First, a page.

By Alexi Cohan

Emergency department wait times at Massachusetts hospitals will change for the worse if the Question 1 ballot initiative on nurse staffing ratios passes, according to Tufts Medical Center.

In a press release yesterday, the hospital said if the mandate passes and limits the number of patients assigned to a nurse, wait times will soar and potentially cause the hospital to turn away patients at emergency room doors. Tufts joins the Coalition to Protect Patient Safety, which is leading the “No on 1” campaign, in voicing concern about the impact of the mandate on emergency services.

“The quality of care will be worse at every hospital in the state if this measure passes,” said Dr. Brien Barnewolt, chief of emergency medicine at Tufts.

Gov. Charlie Baker announced yesterday he will vote “no” on Question 1, citing increased costs to the health care system and concern for community hospitals, nursing homes and rehabilitation centers that “would have their operational future put in jeopardy if that law were to pass.”

“Many of these community hospitals are critical care access providers in their districts,” Baker said in a statement.

The Committee to Ensure Safe Patient Care, which is leading the “Yes on 1” campaign, denied claims of increased emergency department wait times in a press release, saying hospital executive opposition is trying to “scare” voters.

“As an emergency department nurse for more than 30 years it simply defies common sense to claim that having more nurses on hand to treat patients in the ED would increase wait times or harm patients in any way,” said Kathy Reardon, an emergency department nurse at Steward Norwood Hospital in the statement.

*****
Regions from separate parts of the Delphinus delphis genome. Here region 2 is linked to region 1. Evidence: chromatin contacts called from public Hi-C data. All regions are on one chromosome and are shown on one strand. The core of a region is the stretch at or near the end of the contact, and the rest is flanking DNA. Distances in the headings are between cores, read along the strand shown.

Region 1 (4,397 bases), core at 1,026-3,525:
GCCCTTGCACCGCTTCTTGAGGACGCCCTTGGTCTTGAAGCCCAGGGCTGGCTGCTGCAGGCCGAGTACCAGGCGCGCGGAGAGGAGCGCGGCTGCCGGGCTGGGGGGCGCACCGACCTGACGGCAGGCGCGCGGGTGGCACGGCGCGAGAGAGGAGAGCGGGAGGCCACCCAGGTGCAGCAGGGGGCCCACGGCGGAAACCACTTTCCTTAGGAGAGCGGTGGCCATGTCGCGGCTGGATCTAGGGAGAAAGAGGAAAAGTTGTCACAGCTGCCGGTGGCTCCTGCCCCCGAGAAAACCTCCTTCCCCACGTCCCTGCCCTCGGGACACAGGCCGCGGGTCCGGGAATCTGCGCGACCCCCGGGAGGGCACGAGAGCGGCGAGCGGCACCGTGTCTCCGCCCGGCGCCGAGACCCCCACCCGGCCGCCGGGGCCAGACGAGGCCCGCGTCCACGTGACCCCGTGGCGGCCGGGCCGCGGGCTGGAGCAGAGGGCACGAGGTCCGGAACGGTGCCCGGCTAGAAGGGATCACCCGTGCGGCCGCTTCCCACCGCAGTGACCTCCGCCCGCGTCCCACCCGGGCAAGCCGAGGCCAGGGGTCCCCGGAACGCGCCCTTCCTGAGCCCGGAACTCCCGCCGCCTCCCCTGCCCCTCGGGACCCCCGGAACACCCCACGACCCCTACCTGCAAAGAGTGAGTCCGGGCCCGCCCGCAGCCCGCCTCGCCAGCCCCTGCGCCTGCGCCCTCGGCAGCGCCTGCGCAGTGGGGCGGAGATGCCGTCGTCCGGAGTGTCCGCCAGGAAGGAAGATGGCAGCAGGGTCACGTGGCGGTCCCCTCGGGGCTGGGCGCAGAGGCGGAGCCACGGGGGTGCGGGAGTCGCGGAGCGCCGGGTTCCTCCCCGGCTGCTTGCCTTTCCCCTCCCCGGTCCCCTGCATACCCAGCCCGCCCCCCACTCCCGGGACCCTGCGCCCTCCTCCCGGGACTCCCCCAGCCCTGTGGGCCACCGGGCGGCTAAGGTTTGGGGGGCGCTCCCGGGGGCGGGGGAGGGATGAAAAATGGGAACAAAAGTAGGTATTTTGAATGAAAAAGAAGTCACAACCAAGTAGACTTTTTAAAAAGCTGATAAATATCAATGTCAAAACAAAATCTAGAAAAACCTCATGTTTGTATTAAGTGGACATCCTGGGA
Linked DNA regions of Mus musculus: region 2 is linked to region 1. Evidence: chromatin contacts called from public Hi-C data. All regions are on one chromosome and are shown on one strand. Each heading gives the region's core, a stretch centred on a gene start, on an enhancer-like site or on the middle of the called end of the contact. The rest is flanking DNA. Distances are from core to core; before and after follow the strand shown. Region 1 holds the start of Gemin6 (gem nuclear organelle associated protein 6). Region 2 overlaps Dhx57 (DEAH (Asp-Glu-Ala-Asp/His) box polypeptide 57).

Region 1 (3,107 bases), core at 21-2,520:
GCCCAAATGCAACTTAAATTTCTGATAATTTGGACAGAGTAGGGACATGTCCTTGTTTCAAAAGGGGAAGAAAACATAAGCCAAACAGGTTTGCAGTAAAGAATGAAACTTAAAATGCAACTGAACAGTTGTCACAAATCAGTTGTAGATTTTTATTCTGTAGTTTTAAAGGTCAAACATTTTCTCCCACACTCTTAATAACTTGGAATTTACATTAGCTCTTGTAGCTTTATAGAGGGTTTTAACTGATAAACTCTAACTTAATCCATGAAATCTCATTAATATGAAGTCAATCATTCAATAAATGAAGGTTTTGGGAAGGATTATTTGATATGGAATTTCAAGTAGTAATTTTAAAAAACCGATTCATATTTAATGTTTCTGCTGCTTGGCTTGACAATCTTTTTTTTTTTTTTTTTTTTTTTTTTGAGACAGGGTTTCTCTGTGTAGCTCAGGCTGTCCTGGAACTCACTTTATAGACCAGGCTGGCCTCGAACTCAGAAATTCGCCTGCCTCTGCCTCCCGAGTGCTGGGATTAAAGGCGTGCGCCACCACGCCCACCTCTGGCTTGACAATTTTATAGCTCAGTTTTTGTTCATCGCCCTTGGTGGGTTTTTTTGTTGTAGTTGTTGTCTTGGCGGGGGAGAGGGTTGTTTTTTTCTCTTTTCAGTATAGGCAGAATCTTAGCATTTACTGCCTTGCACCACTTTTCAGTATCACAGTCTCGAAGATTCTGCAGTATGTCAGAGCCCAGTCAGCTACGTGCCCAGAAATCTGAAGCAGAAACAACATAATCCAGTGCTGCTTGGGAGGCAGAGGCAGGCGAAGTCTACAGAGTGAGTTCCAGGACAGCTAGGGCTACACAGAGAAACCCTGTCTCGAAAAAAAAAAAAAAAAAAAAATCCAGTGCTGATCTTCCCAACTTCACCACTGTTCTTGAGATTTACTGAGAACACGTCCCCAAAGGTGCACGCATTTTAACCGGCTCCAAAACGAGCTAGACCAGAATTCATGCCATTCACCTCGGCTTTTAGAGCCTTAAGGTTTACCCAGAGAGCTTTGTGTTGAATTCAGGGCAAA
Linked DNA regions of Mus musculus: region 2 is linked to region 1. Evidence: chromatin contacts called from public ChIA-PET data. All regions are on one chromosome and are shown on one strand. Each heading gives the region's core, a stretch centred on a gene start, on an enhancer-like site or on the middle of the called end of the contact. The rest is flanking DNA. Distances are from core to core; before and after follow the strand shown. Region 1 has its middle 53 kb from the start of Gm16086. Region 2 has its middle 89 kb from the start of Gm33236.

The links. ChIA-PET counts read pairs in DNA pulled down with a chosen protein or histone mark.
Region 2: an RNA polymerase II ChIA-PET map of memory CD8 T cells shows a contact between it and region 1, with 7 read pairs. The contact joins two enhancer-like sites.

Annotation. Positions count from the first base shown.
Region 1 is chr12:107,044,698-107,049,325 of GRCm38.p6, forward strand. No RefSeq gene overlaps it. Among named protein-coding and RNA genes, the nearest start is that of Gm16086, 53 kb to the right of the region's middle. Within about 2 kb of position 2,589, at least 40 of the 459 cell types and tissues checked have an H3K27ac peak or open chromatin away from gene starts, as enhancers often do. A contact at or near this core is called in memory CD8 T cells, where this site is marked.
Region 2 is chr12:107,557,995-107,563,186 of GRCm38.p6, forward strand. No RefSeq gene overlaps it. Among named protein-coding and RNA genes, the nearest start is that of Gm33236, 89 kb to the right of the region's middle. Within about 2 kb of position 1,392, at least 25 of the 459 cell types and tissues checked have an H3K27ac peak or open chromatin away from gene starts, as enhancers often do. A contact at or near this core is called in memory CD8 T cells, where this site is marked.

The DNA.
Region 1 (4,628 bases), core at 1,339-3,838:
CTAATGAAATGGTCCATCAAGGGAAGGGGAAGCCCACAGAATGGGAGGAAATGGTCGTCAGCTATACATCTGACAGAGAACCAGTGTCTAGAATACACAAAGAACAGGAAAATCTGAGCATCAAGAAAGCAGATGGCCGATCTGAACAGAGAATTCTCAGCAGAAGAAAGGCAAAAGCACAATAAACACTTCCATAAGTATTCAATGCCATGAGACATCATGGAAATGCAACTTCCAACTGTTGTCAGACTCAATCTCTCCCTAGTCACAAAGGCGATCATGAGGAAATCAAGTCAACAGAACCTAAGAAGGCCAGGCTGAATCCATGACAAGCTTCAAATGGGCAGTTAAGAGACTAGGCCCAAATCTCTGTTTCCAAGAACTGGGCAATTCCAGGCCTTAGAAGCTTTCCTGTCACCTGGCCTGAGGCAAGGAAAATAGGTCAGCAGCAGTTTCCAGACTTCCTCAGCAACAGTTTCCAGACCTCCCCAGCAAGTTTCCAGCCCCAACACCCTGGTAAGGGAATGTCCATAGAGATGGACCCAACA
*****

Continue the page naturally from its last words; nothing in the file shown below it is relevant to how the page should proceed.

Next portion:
Laura Carideo, an emergency room nurse at Tufts, said although more nurses may be on staff, it does not mean wait times will be shorter, “Yes, we may have more nurses, but we still don’t know what will come in. You can’t staff for the what-if,” said Carideo. She said wait times “will 100 percent go up,”and she may be forced to give patients some unfortunate news: “I’m going to have to tell them that they may have to wait longer and I am going to find that extremely challenging.”

According to a poll released yesterday by UMass Lowell, 51 percent of 791 surveyed, registered voters oppose question one while 43 percent are expected to vote yes on the mandate. The poll found 5 percent of voters were unsure and 1 percent declined to answer.

A WBUR poll released Sept. 25 previously showed a divide in voters with 44 percent in favor of question one, 44 percent opposed and 12 percent undecided.

Read the story at the Boston Herald »